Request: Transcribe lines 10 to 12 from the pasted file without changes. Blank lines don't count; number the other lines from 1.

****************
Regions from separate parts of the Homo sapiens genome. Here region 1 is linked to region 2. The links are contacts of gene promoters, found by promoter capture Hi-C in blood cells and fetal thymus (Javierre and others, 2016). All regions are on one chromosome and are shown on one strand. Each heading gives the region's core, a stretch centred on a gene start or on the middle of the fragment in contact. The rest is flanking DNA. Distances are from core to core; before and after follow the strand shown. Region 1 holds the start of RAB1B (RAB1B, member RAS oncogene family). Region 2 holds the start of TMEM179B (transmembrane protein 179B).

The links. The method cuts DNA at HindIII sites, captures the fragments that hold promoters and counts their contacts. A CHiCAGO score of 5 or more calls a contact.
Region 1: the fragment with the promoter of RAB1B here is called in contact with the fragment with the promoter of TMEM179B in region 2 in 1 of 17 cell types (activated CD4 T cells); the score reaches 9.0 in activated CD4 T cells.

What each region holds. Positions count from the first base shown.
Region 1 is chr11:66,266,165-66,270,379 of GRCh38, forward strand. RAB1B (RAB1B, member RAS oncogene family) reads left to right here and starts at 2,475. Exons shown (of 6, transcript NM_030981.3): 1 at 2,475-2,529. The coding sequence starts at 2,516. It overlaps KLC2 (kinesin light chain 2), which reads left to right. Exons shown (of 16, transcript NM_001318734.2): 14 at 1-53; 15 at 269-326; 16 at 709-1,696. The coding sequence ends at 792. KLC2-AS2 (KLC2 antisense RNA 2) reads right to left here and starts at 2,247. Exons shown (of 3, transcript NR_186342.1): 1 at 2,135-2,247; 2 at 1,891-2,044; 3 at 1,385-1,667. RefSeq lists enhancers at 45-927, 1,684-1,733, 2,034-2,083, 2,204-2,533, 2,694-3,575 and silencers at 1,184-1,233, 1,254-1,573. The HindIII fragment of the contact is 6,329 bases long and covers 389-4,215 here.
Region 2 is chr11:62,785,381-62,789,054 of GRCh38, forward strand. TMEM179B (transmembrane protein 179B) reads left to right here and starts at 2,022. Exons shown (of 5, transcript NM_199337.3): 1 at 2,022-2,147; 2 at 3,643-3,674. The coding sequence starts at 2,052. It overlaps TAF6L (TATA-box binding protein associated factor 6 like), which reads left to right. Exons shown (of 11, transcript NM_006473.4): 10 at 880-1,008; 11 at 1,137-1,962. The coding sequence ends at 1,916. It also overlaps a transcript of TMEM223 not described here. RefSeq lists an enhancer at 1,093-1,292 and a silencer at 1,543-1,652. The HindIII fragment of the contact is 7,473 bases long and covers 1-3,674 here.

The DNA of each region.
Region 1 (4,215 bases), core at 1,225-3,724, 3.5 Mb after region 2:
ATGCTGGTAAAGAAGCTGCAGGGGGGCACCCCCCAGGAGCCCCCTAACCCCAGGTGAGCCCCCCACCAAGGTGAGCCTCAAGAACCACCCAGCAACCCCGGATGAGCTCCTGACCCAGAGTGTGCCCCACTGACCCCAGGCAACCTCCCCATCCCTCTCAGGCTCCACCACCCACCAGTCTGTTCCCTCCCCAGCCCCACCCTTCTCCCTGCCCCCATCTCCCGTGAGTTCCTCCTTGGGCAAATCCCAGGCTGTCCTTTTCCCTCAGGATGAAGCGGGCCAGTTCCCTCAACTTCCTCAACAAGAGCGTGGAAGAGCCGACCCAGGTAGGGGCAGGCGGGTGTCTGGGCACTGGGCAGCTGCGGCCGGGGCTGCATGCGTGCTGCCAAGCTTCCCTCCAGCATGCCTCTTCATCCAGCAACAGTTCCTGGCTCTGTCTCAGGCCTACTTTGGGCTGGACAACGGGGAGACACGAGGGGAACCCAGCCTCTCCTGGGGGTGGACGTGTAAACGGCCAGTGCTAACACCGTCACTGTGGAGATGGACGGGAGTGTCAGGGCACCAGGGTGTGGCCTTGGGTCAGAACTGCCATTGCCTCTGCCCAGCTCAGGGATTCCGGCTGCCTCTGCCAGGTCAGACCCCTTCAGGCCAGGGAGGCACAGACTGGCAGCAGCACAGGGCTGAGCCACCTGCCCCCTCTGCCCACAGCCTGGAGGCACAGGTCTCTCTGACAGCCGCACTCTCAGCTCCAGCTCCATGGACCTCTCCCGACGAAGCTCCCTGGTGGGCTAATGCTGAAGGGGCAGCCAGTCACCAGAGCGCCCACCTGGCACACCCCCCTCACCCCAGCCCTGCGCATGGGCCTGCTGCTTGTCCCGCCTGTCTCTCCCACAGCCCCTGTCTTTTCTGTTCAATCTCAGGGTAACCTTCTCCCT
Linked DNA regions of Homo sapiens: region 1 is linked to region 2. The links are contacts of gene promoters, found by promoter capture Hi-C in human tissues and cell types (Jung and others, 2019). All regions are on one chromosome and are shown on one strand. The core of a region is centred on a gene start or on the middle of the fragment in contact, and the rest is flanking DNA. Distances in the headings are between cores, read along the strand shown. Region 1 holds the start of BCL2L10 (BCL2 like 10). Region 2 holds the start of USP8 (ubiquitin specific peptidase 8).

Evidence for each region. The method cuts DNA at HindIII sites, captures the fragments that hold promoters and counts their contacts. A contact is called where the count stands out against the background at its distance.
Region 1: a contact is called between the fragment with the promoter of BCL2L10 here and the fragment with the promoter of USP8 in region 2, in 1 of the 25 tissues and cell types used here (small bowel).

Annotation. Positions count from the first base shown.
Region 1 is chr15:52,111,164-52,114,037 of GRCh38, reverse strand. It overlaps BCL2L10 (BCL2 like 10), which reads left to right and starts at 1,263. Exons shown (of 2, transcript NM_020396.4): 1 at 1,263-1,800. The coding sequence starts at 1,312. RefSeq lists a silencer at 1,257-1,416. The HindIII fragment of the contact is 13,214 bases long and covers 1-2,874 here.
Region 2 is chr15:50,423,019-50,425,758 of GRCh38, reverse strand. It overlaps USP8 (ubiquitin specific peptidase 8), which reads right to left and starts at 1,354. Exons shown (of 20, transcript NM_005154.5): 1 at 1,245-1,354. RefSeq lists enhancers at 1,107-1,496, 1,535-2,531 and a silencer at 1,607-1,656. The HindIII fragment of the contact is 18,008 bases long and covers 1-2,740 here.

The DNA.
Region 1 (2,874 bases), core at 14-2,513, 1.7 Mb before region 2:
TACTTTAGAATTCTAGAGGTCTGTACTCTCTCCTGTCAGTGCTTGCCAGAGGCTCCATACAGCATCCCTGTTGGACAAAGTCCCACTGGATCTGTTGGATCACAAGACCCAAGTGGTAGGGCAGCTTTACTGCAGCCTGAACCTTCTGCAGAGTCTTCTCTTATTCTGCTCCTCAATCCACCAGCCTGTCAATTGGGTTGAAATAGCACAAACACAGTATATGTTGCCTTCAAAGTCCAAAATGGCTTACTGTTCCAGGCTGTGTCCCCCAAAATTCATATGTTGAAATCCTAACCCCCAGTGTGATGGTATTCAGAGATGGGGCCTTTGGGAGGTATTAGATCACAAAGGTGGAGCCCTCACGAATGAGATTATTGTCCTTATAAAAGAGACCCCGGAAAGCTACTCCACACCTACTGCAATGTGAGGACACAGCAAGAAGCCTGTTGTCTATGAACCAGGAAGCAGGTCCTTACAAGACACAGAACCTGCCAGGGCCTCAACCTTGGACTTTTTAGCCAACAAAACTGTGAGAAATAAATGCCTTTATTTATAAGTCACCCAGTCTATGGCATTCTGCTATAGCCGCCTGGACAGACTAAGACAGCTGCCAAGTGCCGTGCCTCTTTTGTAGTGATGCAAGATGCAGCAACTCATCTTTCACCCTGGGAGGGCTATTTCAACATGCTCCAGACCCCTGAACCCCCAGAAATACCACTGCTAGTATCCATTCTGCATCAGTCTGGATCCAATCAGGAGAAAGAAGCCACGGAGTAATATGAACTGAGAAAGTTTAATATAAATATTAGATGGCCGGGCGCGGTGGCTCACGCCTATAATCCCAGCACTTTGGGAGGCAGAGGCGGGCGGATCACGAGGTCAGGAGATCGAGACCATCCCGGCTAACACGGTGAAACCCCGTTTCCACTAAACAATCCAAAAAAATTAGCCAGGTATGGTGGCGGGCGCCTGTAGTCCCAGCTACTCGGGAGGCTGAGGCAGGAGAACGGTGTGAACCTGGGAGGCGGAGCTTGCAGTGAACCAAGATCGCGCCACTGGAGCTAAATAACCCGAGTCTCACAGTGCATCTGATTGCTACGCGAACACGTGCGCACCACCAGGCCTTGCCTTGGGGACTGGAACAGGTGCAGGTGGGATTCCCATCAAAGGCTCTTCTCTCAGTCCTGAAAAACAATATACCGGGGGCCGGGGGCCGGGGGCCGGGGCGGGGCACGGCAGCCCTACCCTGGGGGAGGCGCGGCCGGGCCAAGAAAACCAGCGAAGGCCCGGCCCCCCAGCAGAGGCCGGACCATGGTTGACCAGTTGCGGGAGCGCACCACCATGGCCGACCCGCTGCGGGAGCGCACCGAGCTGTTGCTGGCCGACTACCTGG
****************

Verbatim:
Linked DNA regions of Homo sapiens: region 1 is linked to region 2. The links are contacts of gene promoters, found by promoter capture Hi-C in human tissues and cell types (Jung and others, 2019). All regions are on one chromosome and are shown on one strand. The core of a region is centred on a gene start or on the middle of the fragment in contact, and the rest is flanking DNA. Distances in the headings are between cores, read along the strand shown. Region 1 holds the start of BCL2L10 (BCL2 like 10). Region 2 holds the start of USP8 (ubiquitin specific peptidase 8).

Evidence for each region. The method cuts DNA at HindIII sites, captures the fragments that hold promoters and counts their contacts. A contact is called where the count stands out against the background at its distance.
Region 1: a contact is called between the fragment with the promoter of BCL2L10 here and the fragment with the promoter of USP8 in region 2, in 1 of the 25 tissues and cell types used here (small bowel).